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Why The Nitrogen Cycle Is Important To Your Goldfish

Goldfish aquariums are considered relatively closed ecosystems. Although you can modify the tank and the water as you need, left to its own, your aquarium will be forced to sustain itself. The problem that most goldfish keepers have with this is that most often, an aquarium left by itself will not sustain fish life. One reason for this is because of an imbalance of ammonia, nitrites and nitrates.

Establishing A Bacteria Population In Your Tank

While nitrates can be harmful to your fish in high concentrations, elevated ammonia levels in your water can cause health problems for your goldfish quite quickly. Luckily, most aquariums are full of healthy bacteria that live off of the ammonia produced from goldfish waste and decaying food. These bacteria are able to convert the ammonia in the water into nitrates which are generally considered safer and more manageable.

When you first populate your tank, it will not have nearly enough helpful bacteria to be able to remove all of the ammonia that a tank full of fish will produce. For this reason, it is important to allow for a nitrogen cycle in order to slowly build up your bacteria population.

There are three main stages of the nitrogen cycle:

  • In the first stage, prior to adding any fish, you will add ammonia to the tank’s water and let the filter run. This will act as a food source for the bacteria naturally present in the aquarium. Most of the bacteria will reside in the filter.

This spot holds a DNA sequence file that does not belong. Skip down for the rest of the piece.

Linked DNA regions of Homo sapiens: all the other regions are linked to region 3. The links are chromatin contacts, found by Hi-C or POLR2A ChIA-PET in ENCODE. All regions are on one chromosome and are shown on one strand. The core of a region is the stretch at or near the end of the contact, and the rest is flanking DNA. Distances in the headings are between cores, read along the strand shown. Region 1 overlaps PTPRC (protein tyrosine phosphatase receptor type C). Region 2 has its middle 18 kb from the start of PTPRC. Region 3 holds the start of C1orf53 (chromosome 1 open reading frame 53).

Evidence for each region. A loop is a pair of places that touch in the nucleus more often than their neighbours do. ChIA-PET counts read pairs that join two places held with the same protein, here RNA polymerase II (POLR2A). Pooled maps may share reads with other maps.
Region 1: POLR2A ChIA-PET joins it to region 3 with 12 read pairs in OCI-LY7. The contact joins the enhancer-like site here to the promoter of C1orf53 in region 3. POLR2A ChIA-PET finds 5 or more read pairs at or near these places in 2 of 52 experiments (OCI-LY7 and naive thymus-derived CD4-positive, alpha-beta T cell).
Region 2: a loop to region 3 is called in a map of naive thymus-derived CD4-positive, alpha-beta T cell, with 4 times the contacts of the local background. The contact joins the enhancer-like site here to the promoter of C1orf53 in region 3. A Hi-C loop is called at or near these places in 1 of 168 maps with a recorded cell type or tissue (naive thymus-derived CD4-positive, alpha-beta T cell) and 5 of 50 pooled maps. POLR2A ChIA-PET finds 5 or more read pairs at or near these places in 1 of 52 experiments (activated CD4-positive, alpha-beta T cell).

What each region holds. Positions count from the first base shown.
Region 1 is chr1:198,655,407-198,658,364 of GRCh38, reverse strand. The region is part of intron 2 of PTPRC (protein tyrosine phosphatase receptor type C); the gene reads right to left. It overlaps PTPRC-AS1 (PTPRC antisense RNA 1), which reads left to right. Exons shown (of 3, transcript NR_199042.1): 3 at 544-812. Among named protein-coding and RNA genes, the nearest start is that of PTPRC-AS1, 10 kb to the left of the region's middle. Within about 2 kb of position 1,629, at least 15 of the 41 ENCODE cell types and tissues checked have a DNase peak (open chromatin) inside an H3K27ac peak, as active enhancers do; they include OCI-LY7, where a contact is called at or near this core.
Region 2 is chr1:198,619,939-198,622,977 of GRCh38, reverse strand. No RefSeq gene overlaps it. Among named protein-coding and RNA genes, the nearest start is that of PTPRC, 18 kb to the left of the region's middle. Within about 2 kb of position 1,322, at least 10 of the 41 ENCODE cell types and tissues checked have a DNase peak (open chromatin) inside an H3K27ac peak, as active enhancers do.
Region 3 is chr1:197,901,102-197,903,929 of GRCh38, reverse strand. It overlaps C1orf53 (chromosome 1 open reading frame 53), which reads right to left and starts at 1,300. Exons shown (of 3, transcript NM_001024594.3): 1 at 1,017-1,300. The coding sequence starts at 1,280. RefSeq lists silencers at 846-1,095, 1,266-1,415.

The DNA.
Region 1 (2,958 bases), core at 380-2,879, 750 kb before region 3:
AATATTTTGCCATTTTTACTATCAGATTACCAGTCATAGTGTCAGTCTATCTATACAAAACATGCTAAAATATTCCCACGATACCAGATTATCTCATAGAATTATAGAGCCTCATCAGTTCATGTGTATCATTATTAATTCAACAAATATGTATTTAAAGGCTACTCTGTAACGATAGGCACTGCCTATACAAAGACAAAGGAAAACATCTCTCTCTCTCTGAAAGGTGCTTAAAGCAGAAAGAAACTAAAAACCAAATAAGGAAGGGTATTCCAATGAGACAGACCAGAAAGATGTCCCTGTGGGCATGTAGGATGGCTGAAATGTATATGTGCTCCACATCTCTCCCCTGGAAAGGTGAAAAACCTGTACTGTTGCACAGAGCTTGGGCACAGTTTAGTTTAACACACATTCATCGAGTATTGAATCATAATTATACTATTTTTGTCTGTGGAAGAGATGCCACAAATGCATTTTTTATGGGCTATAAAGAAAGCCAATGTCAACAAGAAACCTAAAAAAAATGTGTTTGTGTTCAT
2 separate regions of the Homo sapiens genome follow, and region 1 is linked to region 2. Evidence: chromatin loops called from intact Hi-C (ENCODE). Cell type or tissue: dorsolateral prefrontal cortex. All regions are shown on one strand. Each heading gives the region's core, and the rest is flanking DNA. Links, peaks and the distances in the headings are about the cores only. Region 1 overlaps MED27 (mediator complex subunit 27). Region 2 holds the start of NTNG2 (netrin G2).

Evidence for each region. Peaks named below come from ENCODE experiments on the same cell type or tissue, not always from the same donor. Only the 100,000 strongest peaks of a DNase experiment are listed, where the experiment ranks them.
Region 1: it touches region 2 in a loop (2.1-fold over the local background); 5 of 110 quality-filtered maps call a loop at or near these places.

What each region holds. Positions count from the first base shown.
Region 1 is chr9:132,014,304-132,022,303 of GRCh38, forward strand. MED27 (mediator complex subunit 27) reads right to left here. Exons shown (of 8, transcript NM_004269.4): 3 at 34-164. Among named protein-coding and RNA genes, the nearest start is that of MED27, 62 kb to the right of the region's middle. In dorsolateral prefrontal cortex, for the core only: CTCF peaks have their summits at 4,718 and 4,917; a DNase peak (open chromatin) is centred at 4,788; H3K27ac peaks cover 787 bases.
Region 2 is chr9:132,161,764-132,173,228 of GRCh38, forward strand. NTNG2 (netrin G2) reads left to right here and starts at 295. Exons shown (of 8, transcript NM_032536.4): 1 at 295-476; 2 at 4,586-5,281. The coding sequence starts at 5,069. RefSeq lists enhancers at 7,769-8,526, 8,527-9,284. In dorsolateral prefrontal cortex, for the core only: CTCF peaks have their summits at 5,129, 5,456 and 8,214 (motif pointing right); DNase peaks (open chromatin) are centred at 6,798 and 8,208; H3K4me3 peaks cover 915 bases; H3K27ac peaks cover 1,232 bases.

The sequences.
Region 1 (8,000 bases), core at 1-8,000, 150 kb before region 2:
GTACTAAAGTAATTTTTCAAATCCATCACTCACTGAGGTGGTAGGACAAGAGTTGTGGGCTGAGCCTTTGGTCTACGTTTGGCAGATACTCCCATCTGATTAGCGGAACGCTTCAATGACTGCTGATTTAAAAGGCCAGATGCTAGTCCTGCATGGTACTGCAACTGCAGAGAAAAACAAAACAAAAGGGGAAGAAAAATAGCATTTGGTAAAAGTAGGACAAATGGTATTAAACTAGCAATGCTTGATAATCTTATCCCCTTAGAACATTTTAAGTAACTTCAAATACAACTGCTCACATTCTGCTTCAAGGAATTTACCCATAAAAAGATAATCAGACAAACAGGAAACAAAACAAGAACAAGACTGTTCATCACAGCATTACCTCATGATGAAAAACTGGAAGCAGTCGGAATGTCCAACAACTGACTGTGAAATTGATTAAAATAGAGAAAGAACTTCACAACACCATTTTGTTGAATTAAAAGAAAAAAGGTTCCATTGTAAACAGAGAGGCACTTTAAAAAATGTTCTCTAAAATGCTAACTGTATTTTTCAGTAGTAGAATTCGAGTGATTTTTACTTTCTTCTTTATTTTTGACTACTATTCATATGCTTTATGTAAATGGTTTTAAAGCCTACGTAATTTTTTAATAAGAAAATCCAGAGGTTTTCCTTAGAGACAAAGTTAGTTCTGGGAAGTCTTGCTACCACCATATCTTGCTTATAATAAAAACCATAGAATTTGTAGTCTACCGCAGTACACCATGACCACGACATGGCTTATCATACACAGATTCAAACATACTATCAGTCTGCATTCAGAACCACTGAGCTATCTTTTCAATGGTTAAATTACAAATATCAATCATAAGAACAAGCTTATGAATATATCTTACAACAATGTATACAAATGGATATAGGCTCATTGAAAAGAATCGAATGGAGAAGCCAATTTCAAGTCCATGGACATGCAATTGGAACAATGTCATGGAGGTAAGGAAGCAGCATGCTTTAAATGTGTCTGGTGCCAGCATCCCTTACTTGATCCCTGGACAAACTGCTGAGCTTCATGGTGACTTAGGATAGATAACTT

• Next, these bacteria will consume the added ammonia and convert it into nitrites. While doing this, the population will grow and be capable of processing a greater amount of ammonia.
  • Lastly, another strain of beneficial bacteria will convert the nitrites into nitrates, a compound which is safe in moderation for your goldfish

Approximately four to six weeks after beginning to cycle your tank, you should find that the levels of bacteria in your tank are high enough that you can slow begin introducing your fish. Be careful not to add too many at first, or else even the established bacteria may not be able to convert all of the produced ammonia.

How To Help Your Tank’s Bacteria Population Grow

One of the most effective ways to help increase the population of helpful bacteria in your aquarium is through the use of a specialized bio filtration system. The filters in these systems contain a porous surface with plenty of places for bacteria colonies to establish themselves and grow. As your filtration system is designed to take in dirty water from your tank, process it through the filter and then move the cleaned water back into the tank, ammonia-saturated water is constantly being move over the bacteria for conversion. Please read here for our recommended filtration system.

While establishing a healthy bacteria population is important to the long-term health of your tank, it will likely not allow it to function without any effort on your part. Growing an aquarium into a fully sustaining ecosystem can take years of strategic planning and cultivation. While nitrates are not harmful in small doses, they can build up over time. After completing a nitrogen cycle, it is crucial to perform a 75%+ water change in order to reduce the water’s elevated nitrate level. As your tank matures, be sure to pay attention to the nitrate levels as well as your ammonia levels, and perform additional water changes as needed.

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Goldfish Society of Great BritainAmerican Ranchu Society North American Veiltail Association Blue Egg Phoenix Preservation Society

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